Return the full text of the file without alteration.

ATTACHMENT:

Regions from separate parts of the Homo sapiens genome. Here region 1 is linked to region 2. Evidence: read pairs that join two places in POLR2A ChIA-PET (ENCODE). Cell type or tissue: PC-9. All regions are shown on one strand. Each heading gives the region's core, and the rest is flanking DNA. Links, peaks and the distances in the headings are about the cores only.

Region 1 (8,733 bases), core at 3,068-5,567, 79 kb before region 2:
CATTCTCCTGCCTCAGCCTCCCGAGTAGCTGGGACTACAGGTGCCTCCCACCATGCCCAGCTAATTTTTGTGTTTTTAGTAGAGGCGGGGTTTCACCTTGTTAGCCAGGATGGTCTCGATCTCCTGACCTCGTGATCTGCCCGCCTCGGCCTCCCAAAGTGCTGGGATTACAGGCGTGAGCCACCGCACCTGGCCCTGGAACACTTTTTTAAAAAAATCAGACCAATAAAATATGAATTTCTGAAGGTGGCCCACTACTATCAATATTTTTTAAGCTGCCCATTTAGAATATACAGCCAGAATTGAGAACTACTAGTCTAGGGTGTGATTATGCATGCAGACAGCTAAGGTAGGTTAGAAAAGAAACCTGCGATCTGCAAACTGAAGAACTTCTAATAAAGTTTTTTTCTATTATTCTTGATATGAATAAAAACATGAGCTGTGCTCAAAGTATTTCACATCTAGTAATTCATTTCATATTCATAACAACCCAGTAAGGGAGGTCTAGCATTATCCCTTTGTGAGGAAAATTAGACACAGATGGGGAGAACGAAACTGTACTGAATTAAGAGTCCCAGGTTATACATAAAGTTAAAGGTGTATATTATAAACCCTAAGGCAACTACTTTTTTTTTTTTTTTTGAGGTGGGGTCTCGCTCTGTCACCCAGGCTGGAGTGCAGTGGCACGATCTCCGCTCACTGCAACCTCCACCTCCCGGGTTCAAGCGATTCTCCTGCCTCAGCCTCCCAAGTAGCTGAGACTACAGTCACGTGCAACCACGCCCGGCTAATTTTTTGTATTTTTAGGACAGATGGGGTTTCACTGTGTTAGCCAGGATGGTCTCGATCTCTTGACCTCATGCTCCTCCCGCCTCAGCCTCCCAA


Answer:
Regions from separate parts of the Homo sapiens genome. Here region 1 is linked to region 2. Evidence: read pairs that join two places in POLR2A ChIA-PET (ENCODE). Cell type or tissue: PC-9. All regions are shown on one strand. Each heading gives the region's core, and the rest is flanking DNA. Links, peaks and the distances in the headings are about the cores only.

Region 1 (8,733 bases), core at 3,068-5,567, 79 kb before region 2:
CATTCTCCTGCCTCAGCCTCCCGAGTAGCTGGGACTACAGGTGCCTCCCACCATGCCCAGCTAATTTTTGTGTTTTTAGTAGAGGCGGGGTTTCACCTTGTTAGCCAGGATGGTCTCGATCTCCTGACCTCGTGATCTGCCCGCCTCGGCCTCCCAAAGTGCTGGGATTACAGGCGTGAGCCACCGCACCTGGCCCTGGAACACTTTTTTAAAAAAATCAGACCAATAAAATATGAATTTCTGAAGGTGGCCCACTACTATCAATATTTTTTAAGCTGCCCATTTAGAATATACAGCCAGAATTGAGAACTACTAGTCTAGGGTGTGATTATGCATGCAGACAGCTAAGGTAGGTTAGAAAAGAAACCTGCGATCTGCAAACTGAAGAACTTCTAATAAAGTTTTTTTCTATTATTCTTGATATGAATAAAAACATGAGCTGTGCTCAAAGTATTTCACATCTAGTAATTCATTTCATATTCATAACAACCCAGTAAGGGAGGTCTAGCATTATCCCTTTGTGAGGAAAATTAGACACAGATGGGGAGAACGAAACTGTACTGAATTAAGAGTCCCAGGTTATACATAAAGTTAAAGGTGTATATTATAAACCCTAAGGCAACTACTTTTTTTTTTTTTTTTGAGGTGGGGTCTCGCTCTGTCACCCAGGCTGGAGTGCAGTGGCACGATCTCCGCTCACTGCAACCTCCACCTCCCGGGTTCAAGCGATTCTCCTGCCTCAGCCTCCCAAGTAGCTGAGACTACAGTCACGTGCAACCACGCCCGGCTAATTTTTTGTATTTTTAGGACAGATGGGGTTTCACTGTGTTAGCCAGGATGGTCTCGATCTCTTGACCTCATGCTCCTCCCGCCTCAGCCTCCCAA